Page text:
Genocide

During the Second World War, Nazi persecution of the Jewish people worsened into 'genocide' – the attempt to kill all the Jewish people in Europe.

Children in Jewish ghettos

Genocide

1940: Jewish children were forced to live in ghettos

1940In many towns, Jewish people were forced to leave their homes and go to live in Jewish areas, or 'ghettos', where they were forbidden to earn a wage. Many starved to death.
1941All Jewish people were forced to wear a yellow Star of David.
1941In eastern Europe, Nazi Einsatzgruppen rounded up and murdered over a million Jewish people.
1942Wannsee Conference: In January, the decision was taken for a 'Final Solution to the Jewish Problem' – to exterminate all the Jewish people in Europe. Camps were built at places such as Auschwitz and Jewish people were rounded up and sent there to be gassed. Jewish prisoners were organised into Sonderkommando units to burn the bodies in the crematoria. Others were worked to death in labour camps to help the war effort.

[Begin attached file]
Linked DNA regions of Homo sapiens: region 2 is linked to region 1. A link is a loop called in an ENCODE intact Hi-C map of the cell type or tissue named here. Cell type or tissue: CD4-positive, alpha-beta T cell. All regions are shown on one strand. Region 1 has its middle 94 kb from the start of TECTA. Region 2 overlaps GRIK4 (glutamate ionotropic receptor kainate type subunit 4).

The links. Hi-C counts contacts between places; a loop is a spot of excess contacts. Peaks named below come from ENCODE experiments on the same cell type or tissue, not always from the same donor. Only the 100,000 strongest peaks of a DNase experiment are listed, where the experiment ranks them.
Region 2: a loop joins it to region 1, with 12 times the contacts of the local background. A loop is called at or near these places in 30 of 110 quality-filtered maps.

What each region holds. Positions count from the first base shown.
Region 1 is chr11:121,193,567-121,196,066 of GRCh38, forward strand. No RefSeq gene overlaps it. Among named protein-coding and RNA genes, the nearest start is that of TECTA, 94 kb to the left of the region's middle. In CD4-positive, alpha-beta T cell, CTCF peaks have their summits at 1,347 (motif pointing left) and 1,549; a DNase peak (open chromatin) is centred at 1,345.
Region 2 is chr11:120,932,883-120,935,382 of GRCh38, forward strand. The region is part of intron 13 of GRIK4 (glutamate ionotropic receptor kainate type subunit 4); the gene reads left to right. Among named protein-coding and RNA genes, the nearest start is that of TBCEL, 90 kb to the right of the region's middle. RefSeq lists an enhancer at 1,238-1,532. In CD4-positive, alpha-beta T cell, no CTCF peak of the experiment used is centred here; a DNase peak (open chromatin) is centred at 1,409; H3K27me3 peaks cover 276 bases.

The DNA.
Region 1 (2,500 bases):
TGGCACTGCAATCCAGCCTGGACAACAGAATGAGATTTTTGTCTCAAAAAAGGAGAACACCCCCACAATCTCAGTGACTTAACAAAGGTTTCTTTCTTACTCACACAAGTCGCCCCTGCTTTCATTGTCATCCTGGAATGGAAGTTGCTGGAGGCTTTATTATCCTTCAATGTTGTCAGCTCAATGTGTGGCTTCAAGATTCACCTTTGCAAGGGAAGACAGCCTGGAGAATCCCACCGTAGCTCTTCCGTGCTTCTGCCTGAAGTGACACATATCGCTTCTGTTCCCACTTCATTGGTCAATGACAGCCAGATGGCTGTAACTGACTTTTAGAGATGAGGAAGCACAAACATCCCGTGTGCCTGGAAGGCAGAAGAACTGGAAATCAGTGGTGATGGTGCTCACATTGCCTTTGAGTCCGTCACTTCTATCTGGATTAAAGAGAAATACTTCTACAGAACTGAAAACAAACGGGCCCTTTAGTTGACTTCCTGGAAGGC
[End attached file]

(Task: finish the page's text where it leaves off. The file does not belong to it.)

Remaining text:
Winter 1944‒1945The 'Death Marches'. As the Russians advanced, the SS guards marched the Jewish people to concentration camps in the west. Many Jewish people died on the marches. Many were killed because they could not keep up. When they reached camps such as Bergen-Belsen in West Germany, they were crammed in in such numbers that they died of starvation or disease.